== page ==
The village of Wall sits on the border between the mortal world and Faerie. Usually, guards stand at either side of the break in the wall that separates the village from the faerie meadow. But once every nine years, the faerie market comes to the meadow at Wall, and the villagers and Faerie folk mingle freely. It is on one such market day that the ordinary shepherd Dunstan Thorn meets the beautiful young woman, slave of a witch merchant, who is his heart’s desire. And it is nine months later that an infant is left in the gap between the wall bearing the name Tristran Thorne.
At age 17, Tristran finds a love of his own and vows to retrieve a falling star from Faerie so that Victoria will agree to marry him—or at least to give him a kiss. But with ancient witches, ruthless assassins, murderous trees, and other strange magics, Tristran’s quest into the land of his birth turns out to be much more challenging and exciting than he expected.
Another awesome Neil Gaiman audiobook narrated by Neil Gaiman! Stardust is a true fairytale romance for adults. Gaiman draws on the tropes and laws of traditional faerie lore to craft a compelling and dangerous magical world. As usual, his storytelling is masterful; he brings together numerous plotlines and resolves them in complex, unexpected, yet perfect ways. One word I will say against Stardust as an audiobook: Gaiman has a habit of writing some excruciatingly long and confusing sentences. This is more of an issue in his adult books than his children’s books, and there were definitely a few points where I was jerked out of the story as I tried to decipher what exactly all of the clauses in the last sentence meant. But it was not egregious, and I still think that Gaiman’s marvelous reading enhanced the story on the whole.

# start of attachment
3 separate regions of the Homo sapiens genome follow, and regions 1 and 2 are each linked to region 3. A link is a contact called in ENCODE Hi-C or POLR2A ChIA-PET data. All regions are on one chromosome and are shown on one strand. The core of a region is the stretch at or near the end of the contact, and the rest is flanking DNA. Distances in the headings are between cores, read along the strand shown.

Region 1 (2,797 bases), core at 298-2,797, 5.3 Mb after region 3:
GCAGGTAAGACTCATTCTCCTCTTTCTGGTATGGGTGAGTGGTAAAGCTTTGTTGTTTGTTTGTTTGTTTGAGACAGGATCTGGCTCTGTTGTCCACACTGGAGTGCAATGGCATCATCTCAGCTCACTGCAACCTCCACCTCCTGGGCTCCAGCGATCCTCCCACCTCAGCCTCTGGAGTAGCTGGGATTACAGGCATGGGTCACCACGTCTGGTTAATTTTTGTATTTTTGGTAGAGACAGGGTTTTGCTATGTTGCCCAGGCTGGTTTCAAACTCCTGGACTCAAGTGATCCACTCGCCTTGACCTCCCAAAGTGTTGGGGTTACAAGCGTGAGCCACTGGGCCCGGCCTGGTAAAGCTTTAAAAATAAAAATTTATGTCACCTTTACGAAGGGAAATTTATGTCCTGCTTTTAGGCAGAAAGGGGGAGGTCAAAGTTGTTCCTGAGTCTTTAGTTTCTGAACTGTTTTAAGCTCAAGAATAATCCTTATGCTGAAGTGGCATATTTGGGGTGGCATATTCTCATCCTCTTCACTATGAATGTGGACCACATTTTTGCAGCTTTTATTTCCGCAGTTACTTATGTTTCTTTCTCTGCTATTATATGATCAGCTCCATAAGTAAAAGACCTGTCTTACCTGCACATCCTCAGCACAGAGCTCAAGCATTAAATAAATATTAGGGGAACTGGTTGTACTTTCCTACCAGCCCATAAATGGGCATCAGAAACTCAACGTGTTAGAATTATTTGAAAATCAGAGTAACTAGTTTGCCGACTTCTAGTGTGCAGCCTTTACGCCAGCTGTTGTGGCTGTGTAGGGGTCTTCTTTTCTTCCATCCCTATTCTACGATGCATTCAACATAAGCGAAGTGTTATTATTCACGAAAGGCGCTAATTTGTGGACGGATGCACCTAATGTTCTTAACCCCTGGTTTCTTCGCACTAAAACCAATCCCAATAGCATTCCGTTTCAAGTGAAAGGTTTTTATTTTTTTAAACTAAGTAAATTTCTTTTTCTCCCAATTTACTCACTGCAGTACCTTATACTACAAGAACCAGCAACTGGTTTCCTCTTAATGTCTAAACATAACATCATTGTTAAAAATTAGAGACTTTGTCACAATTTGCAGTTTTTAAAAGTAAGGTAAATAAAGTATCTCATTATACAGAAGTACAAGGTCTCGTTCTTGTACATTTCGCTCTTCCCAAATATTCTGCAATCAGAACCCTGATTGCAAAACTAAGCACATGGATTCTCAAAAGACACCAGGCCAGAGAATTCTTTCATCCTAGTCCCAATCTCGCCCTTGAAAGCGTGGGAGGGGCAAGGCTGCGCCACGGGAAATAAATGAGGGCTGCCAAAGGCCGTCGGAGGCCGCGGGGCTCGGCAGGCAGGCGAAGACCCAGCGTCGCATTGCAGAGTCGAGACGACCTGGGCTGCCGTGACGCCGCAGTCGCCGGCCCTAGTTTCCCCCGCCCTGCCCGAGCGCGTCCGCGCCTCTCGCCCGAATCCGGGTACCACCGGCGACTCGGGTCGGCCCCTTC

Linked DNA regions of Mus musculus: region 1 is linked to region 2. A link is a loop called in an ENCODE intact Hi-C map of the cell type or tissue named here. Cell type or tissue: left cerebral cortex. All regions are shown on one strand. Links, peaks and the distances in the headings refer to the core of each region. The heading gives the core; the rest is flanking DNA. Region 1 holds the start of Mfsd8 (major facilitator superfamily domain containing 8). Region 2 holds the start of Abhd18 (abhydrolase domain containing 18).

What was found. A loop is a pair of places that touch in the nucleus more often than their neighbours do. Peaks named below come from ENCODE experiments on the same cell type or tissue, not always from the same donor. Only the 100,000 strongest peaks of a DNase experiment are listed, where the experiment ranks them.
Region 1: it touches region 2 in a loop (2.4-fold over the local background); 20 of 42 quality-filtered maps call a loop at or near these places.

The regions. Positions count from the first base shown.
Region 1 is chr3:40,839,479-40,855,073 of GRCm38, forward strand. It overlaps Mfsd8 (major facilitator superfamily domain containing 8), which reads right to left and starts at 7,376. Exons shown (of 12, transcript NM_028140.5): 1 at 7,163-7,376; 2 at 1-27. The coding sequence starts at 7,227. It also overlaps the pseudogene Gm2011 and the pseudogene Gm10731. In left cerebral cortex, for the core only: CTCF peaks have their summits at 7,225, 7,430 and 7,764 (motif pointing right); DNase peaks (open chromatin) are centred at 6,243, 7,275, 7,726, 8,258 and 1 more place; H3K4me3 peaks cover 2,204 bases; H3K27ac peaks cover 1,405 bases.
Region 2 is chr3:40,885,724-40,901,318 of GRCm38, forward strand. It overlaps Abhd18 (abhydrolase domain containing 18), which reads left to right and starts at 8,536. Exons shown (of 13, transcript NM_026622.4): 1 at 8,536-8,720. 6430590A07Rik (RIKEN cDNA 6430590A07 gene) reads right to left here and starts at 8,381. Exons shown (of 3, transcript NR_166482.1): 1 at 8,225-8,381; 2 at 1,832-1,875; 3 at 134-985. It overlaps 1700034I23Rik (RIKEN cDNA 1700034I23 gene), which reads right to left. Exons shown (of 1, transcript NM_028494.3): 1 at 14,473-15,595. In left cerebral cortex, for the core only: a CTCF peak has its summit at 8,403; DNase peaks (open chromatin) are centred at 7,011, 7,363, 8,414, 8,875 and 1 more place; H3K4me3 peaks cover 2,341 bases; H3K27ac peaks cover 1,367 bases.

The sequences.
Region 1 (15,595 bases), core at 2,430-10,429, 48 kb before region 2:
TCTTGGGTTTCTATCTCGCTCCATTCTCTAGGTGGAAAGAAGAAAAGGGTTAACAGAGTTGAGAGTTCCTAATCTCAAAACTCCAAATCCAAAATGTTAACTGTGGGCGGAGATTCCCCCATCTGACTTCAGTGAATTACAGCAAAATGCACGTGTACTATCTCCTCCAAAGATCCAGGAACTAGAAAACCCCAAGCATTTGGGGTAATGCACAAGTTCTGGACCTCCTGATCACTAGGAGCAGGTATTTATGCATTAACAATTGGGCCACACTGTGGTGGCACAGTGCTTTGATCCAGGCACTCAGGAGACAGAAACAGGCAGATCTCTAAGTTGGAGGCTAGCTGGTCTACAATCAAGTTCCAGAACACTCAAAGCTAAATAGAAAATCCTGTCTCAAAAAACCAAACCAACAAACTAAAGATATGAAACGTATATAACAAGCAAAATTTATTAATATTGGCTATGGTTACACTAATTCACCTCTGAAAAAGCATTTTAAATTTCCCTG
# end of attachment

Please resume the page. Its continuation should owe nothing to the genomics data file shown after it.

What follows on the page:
If you liked Stardust, you might like William Goldman’s The Princess Bride, Michael Ende’s The Neverending Story, or Cornelia Funke’s Reckless.
In the 1970s, Douglas Adams wrote a Doctor Who adventure called “Shada” which was partially filmed (with the iconic Fourth Doctor, Tom Baker) but never finished. Doctor Who screen writer Gareth Roberts has turned Douglas Adams’ incomplete story into a fast-paced and humorous Sci-Fi novel.
The Doctor and his current traveling companion (and fellow Time Lord) Romana arrive in Cambridge to respond to a call for help from a retired Time Lord who has been posing as a Cambridge professor. They discover that the professor has been keeping a stolen—and very powerful–Gallifreyan book in his study and has recently misplaced it, much to the Doctor’s distress. The professor remembers that a student named Chris Parsons came and borrowed a book that afternoon, so the Doctor sets out to find him and the potentially dangerous “Artefact.” Meanwhile, Skagra, an evil genius with mind-stealing technology, has also arrived in Cambridge with his sights set on the very same book.
Gareth Roberts does an excellent job of writing in the style of Douglas Adams. Using much of Adams’ original dialogue and ideas, Roberts expands and completes the story of Shada in a novel that is as humorous and exciting as a Doctor Who adventure should be. I highly recommend this novel to Douglas Adams fans, Doctor Who fans, or general Sci-Fi lovers (although if you actively dislike Doctor Who and/or Douglas Adams, this is not the book for you).